The Most Eco-Friendly Way to Control Pests
in Your Customer’s Landscape
If your irrigation business also provides landscaping services, now’s the time of year to think about controlling spring pests. Grubs, billbugs, and dandelion seeds lurk beneath the snow, waiting to attack as soon as the first green appears.
Integrated pest management (IPM) is an effective and sustainable approach to pest control that employs a variety of techniques for managing common lawn and garden pests. It’s an eco-friendly alternative that can help prevent infestation from occurring.
IPM was first developed for large-scale agricultural operations, but its basic tenets also apply to residential landscapes. It incorporates an understanding of plant biology, insect pests, and plant diseases, taking into consideration a landscape’s entire ecosystem – not just a segment.
IPM Control Strategies
IPM involves four general control strategies: cultural control, physical control, biological control, and chemical control. Each of these strategies should utilize natural solutions for the least-disruptive pest management measure possible.
Not a Landscaper?
If your irrigation business does not provide landscaping services, you may wonder why IPM matters to you. The fact is, poor irrigation practices can sabotage your customer’s IPM strategy, significantly increasing the likelihood of lawn and garden pests, particularly:
- Leaf spot and other fungal diseases
- White grubs, spittlebugs, and garden slugs due to overwatering
- Sod webworms, bluegrass billbugs, and spider mites due to under watering.
In addition, customers who employ IPM techniques will benefit greatly from a periodic irrigation audit to ensure maximum effectiveness.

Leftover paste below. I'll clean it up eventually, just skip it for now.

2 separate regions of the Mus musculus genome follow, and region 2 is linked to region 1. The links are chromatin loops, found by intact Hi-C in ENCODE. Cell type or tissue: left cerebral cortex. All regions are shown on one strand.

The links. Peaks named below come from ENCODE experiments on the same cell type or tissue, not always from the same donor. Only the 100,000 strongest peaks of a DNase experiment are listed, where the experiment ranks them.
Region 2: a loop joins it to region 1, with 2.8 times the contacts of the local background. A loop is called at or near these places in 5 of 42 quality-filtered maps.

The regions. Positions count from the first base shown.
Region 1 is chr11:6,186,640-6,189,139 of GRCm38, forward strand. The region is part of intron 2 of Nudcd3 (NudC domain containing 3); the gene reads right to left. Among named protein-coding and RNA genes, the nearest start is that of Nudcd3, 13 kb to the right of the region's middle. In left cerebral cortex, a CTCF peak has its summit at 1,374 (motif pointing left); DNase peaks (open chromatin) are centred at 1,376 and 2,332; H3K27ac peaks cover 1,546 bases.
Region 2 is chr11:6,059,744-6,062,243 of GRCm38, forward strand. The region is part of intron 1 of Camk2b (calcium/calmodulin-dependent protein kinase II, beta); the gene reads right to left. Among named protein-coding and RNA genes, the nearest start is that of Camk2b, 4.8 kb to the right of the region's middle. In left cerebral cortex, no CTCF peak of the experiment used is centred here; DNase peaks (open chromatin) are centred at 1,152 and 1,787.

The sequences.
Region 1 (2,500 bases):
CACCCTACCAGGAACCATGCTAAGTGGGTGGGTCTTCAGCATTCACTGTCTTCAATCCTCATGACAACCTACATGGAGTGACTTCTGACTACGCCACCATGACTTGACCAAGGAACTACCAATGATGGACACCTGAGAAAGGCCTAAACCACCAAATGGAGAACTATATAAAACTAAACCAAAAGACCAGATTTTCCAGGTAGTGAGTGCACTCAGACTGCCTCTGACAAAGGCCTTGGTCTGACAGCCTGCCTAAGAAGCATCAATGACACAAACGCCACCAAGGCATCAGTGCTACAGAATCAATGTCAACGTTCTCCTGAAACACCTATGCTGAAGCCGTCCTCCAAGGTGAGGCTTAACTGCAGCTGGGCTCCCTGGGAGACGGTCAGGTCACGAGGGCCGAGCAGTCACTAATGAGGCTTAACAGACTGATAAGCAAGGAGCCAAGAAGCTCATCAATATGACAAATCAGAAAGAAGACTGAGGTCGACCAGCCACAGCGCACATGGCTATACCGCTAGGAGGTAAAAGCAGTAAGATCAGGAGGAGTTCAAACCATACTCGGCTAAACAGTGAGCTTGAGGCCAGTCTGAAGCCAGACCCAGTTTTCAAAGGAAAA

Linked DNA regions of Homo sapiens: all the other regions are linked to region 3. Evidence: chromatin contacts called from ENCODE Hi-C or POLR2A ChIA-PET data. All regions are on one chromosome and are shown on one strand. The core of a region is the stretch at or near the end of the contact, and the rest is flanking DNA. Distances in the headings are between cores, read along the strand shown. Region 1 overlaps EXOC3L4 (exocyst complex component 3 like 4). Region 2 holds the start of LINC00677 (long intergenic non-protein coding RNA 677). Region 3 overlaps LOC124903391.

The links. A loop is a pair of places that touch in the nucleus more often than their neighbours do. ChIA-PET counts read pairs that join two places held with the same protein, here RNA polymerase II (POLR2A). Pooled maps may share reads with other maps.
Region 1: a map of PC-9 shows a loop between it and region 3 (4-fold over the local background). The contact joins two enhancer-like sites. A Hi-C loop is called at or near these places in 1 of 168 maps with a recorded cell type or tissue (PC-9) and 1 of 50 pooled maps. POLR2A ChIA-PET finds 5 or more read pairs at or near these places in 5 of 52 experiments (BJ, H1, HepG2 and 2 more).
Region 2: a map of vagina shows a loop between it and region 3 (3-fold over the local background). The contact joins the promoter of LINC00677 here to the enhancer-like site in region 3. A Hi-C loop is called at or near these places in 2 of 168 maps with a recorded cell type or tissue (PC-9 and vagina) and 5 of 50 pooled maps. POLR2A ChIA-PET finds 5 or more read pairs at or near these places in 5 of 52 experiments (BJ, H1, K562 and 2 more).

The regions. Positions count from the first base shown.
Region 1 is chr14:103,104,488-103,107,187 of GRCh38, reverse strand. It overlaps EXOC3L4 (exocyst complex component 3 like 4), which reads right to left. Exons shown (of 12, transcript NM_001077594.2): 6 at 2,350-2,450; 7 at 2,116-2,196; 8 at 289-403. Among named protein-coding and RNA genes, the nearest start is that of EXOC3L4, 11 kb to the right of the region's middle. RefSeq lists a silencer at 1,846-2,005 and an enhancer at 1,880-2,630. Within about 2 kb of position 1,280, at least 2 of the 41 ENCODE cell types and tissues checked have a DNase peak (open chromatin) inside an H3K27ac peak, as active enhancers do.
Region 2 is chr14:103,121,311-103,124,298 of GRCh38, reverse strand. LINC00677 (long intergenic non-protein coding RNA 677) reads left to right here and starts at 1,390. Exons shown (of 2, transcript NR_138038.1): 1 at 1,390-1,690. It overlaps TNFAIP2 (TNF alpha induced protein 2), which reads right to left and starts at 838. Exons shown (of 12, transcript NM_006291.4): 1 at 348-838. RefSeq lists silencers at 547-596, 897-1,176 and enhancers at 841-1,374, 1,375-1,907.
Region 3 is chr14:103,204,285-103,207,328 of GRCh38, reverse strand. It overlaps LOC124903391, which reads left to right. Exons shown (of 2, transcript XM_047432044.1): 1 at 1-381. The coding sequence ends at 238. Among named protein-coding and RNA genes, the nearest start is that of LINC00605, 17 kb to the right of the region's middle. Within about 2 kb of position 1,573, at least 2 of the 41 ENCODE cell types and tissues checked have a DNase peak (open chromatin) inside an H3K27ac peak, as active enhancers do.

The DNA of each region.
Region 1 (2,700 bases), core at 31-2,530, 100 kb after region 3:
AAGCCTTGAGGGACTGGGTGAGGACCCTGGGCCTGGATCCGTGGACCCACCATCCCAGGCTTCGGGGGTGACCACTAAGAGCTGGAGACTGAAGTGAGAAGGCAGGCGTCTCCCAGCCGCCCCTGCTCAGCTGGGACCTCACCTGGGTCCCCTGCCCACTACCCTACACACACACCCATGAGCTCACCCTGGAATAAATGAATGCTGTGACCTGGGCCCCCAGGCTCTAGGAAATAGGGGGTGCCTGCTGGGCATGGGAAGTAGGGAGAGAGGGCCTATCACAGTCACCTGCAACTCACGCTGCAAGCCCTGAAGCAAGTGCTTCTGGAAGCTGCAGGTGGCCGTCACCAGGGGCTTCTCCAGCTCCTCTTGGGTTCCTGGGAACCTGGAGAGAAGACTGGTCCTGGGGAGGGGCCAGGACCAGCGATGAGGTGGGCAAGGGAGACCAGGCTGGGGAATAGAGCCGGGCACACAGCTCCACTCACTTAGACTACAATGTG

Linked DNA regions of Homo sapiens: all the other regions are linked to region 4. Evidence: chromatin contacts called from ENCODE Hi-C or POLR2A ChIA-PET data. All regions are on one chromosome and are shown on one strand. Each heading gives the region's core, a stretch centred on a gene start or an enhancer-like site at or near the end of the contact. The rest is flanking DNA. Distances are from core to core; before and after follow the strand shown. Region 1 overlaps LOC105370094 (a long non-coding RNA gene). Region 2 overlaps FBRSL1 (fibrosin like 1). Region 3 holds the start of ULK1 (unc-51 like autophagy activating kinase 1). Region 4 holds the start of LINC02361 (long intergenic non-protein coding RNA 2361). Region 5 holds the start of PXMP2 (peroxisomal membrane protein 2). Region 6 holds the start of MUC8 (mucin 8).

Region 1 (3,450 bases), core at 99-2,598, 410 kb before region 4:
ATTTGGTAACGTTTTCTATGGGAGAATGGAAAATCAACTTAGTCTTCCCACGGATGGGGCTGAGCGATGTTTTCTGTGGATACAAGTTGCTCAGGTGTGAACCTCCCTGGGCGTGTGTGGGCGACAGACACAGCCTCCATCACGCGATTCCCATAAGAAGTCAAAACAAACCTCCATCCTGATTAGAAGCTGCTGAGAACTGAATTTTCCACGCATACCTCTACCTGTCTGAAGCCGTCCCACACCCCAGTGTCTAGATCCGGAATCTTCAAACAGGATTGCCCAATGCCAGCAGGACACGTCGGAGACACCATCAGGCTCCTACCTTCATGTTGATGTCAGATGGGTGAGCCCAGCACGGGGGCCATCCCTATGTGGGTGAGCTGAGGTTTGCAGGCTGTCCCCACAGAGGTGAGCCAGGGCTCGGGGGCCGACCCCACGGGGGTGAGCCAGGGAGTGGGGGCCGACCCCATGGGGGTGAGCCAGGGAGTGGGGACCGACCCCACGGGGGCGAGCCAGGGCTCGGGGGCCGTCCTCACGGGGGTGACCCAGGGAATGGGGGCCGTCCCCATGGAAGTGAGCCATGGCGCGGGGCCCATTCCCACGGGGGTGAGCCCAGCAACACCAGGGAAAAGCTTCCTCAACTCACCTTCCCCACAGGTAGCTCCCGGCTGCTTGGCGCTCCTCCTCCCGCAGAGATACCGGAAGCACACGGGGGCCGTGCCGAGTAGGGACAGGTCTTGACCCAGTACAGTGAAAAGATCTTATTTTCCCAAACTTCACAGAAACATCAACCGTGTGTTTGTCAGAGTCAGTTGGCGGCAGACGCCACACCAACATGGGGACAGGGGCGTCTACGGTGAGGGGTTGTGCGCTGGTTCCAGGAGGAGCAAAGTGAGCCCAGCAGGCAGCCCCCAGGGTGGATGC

Cultural control measures modify natural environment to reduce the potential for pest problems. An example would be removing old plant material, infested plants, and weeds that may harbor pests.
Optimizing plant health is another cultural control method. This would include proper irrigation, fertilization and pruning to reduce plant stress. Two of the most effective cultural controls are selecting native plants (which are naturally resistant to native pests) and hydrozoning.
Physical controls are activities that physically remove or block a pest from your customer’s landscape. These controls are most effective when pest populations are low. Examples of physical controls include spraying plants with water to dislodge pests, installing barriers such as row covers or nets, setting insect traps, and hand-pulling weeds.
Physical controls can also be employed for pests that build nests or feed together. For instance, pruning out web-infested branches can reduce pest populations and damage.
Biological control involves using a pest’s natural enemies (e.g., beneficial insects) to reduce pest numbers. There are two different kinds of biological control: conservation and augmentative.
In conservation biological control the landscaper provides the resources needed to attract and keep a pest’s natural enemies within the landscape. Such resources might include nectar and pollen, alternative prey, water, and nesting sites.